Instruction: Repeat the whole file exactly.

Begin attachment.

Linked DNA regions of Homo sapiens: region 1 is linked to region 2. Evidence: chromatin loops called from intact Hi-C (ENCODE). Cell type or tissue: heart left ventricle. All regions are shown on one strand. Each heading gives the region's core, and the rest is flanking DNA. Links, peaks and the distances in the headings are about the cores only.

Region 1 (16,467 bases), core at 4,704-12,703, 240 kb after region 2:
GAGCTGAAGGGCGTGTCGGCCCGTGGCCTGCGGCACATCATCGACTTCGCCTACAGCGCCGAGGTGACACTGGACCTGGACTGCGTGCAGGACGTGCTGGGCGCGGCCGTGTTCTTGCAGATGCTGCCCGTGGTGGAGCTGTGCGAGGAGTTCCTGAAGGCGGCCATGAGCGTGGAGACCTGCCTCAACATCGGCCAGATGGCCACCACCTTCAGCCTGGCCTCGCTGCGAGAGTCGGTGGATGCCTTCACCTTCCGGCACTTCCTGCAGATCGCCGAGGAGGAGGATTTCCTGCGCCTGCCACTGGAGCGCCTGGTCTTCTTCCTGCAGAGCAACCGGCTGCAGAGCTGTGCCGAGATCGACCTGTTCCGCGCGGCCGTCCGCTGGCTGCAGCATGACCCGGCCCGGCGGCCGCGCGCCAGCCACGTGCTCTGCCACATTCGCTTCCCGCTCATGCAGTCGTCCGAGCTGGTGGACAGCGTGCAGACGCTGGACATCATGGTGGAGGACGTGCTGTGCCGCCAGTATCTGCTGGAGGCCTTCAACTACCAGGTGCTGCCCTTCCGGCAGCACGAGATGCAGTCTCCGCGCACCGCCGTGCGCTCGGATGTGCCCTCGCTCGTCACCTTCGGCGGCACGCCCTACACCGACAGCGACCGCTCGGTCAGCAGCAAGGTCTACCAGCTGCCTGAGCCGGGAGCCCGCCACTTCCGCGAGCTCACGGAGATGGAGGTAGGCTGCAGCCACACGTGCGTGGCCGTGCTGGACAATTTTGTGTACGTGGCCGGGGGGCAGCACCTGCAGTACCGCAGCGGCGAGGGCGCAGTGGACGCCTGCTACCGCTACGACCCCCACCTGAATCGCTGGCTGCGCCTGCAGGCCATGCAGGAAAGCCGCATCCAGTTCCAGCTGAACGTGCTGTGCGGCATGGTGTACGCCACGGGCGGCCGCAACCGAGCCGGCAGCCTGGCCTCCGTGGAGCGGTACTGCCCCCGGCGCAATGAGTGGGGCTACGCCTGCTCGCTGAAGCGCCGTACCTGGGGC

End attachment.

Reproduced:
Linked DNA regions of Homo sapiens: region 1 is linked to region 2. Evidence: chromatin loops called from intact Hi-C (ENCODE). Cell type or tissue: heart left ventricle. All regions are shown on one strand. Each heading gives the region's core, and the rest is flanking DNA. Links, peaks and the distances in the headings are about the cores only.

Region 1 (16,467 bases), core at 4,704-12,703, 240 kb after region 2:
GAGCTGAAGGGCGTGTCGGCCCGTGGCCTGCGGCACATCATCGACTTCGCCTACAGCGCCGAGGTGACACTGGACCTGGACTGCGTGCAGGACGTGCTGGGCGCGGCCGTGTTCTTGCAGATGCTGCCCGTGGTGGAGCTGTGCGAGGAGTTCCTGAAGGCGGCCATGAGCGTGGAGACCTGCCTCAACATCGGCCAGATGGCCACCACCTTCAGCCTGGCCTCGCTGCGAGAGTCGGTGGATGCCTTCACCTTCCGGCACTTCCTGCAGATCGCCGAGGAGGAGGATTTCCTGCGCCTGCCACTGGAGCGCCTGGTCTTCTTCCTGCAGAGCAACCGGCTGCAGAGCTGTGCCGAGATCGACCTGTTCCGCGCGGCCGTCCGCTGGCTGCAGCATGACCCGGCCCGGCGGCCGCGCGCCAGCCACGTGCTCTGCCACATTCGCTTCCCGCTCATGCAGTCGTCCGAGCTGGTGGACAGCGTGCAGACGCTGGACATCATGGTGGAGGACGTGCTGTGCCGCCAGTATCTGCTGGAGGCCTTCAACTACCAGGTGCTGCCCTTCCGGCAGCACGAGATGCAGTCTCCGCGCACCGCCGTGCGCTCGGATGTGCCCTCGCTCGTCACCTTCGGCGGCACGCCCTACACCGACAGCGACCGCTCGGTCAGCAGCAAGGTCTACCAGCTGCCTGAGCCGGGAGCCCGCCACTTCCGCGAGCTCACGGAGATGGAGGTAGGCTGCAGCCACACGTGCGTGGCCGTGCTGGACAATTTTGTGTACGTGGCCGGGGGGCAGCACCTGCAGTACCGCAGCGGCGAGGGCGCAGTGGACGCCTGCTACCGCTACGACCCCCACCTGAATCGCTGGCTGCGCCTGCAGGCCATGCAGGAAAGCCGCATCCAGTTCCAGCTGAACGTGCTGTGCGGCATGGTGTACGCCACGGGCGGCCGCAACCGAGCCGGCAGCCTGGCCTCCGTGGAGCGGTACTGCCCCCGGCGCAATGAGTGGGGCTACGCCTGCTCGCTGAAGCGCCGTACCTGGGGC